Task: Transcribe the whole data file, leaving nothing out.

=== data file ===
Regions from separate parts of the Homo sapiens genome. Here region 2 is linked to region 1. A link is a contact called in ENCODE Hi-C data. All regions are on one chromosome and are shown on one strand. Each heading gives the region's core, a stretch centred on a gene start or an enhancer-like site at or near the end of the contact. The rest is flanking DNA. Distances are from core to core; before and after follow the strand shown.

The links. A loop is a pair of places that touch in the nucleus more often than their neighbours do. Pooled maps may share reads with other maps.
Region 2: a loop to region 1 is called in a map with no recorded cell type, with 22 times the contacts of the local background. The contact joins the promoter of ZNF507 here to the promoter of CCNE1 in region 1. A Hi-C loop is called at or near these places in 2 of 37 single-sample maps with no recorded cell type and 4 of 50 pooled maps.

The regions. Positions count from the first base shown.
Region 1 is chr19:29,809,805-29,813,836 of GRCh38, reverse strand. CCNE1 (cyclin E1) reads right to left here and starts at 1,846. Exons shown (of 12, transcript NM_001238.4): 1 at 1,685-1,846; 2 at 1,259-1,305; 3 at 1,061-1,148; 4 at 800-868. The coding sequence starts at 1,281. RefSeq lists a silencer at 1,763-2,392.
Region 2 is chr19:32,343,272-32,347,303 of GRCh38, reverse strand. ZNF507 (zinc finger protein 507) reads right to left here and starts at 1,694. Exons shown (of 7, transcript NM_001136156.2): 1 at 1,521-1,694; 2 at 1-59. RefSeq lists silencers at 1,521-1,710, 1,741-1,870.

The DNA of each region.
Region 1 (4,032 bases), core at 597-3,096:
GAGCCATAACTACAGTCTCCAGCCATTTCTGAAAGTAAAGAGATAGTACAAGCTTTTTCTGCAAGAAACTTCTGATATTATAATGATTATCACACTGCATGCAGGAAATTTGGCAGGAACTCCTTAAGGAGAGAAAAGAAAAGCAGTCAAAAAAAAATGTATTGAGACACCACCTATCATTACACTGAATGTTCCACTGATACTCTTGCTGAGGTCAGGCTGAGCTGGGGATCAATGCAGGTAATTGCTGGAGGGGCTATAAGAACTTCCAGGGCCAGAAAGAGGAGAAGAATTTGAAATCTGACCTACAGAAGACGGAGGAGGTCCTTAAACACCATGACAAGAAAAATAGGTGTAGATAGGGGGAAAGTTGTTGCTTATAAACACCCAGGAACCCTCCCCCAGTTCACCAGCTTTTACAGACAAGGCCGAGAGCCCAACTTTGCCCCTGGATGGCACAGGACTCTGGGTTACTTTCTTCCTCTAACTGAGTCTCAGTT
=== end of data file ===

Regions from separate parts of the Homo sapiens genome. Here region 2 is linked to region 1. A link is a contact called in ENCODE Hi-C data. All regions are on one chromosome and are shown on one strand. Each heading gives the region's core, a stretch centred on a gene start or an enhancer-like site at or near the end of the contact. The rest is flanking DNA. Distances are from core to core; before and after follow the strand shown.

The links. A loop is a pair of places that touch in the nucleus more often than their neighbours do. Pooled maps may share reads with other maps.
Region 2: a loop to region 1 is called in a map with no recorded cell type, with 22 times the contacts of the local background. The contact joins the promoter of ZNF507 here to the promoter of CCNE1 in region 1. A Hi-C loop is called at or near these places in 2 of 37 single-sample maps with no recorded cell type and 4 of 50 pooled maps.

The regions. Positions count from the first base shown.
Region 1 is chr19:29,809,805-29,813,836 of GRCh38, reverse strand. CCNE1 (cyclin E1) reads right to left here and starts at 1,846. Exons shown (of 12, transcript NM_001238.4): 1 at 1,685-1,846; 2 at 1,259-1,305; 3 at 1,061-1,148; 4 at 800-868. The coding sequence starts at 1,281. RefSeq lists a silencer at 1,763-2,392.
Region 2 is chr19:32,343,272-32,347,303 of GRCh38, reverse strand. ZNF507 (zinc finger protein 507) reads right to left here and starts at 1,694. Exons shown (of 7, transcript NM_001136156.2): 1 at 1,521-1,694; 2 at 1-59. RefSeq lists silencers at 1,521-1,710, 1,741-1,870.

The DNA of each region.
Region 1 (4,032 bases), core at 597-3,096:
GAGCCATAACTACAGTCTCCAGCCATTTCTGAAAGTAAAGAGATAGTACAAGCTTTTTCTGCAAGAAACTTCTGATATTATAATGATTATCACACTGCATGCAGGAAATTTGGCAGGAACTCCTTAAGGAGAGAAAAGAAAAGCAGTCAAAAAAAAATGTATTGAGACACCACCTATCATTACACTGAATGTTCCACTGATACTCTTGCTGAGGTCAGGCTGAGCTGGGGATCAATGCAGGTAATTGCTGGAGGGGCTATAAGAACTTCCAGGGCCAGAAAGAGGAGAAGAATTTGAAATCTGACCTACAGAAGACGGAGGAGGTCCTTAAACACCATGACAAGAAAAATAGGTGTAGATAGGGGGAAAGTTGTTGCTTATAAACACCCAGGAACCCTCCCCCAGTTCACCAGCTTTTACAGACAAGGCCGAGAGCCCAACTTTGCCCCTGGATGGCACAGGACTCTGGGTTACTTTCTTCCTCTAACTGAGTCTCAGTT